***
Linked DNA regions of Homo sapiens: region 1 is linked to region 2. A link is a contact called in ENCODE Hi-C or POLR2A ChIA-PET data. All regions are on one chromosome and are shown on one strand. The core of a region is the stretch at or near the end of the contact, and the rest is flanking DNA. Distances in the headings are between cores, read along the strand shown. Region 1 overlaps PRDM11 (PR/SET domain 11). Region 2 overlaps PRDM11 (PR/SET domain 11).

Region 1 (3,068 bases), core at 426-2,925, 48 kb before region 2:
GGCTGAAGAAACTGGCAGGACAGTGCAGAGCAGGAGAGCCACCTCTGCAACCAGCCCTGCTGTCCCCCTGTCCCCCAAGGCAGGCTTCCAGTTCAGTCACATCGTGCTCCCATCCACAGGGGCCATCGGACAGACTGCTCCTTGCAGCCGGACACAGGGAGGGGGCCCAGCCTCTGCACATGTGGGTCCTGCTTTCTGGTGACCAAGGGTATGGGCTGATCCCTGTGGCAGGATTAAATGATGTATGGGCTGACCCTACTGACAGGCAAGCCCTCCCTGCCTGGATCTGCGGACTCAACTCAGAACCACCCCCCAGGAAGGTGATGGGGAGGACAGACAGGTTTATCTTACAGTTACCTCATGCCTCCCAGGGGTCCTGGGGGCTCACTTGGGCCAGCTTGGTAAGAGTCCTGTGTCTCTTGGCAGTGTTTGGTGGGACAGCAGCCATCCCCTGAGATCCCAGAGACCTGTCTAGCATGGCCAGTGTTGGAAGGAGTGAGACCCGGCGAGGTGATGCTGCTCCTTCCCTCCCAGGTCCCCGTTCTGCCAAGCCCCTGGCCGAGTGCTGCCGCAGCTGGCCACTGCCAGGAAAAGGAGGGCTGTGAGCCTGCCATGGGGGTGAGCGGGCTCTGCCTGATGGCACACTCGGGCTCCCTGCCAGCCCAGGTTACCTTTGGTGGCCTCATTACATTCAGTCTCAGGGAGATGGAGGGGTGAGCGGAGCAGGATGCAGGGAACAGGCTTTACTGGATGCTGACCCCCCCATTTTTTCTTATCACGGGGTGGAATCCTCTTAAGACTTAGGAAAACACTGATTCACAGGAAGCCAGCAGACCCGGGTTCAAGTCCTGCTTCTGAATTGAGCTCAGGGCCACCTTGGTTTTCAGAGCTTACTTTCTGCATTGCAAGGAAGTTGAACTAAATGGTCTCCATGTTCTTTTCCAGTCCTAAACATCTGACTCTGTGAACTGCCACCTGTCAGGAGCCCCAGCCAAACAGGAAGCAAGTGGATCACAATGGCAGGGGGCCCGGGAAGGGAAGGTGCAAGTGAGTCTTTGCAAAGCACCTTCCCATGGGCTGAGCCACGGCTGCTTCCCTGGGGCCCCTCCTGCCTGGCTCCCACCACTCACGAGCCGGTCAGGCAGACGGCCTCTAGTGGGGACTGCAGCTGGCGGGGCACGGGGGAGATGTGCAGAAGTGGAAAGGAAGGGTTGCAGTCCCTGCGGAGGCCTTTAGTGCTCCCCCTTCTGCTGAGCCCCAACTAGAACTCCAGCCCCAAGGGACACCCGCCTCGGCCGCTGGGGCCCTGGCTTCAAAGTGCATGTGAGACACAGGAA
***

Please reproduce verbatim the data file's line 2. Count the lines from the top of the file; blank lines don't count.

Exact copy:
Region 1 (3,068 bases), core at 426-2,925, 48 kb before region 2: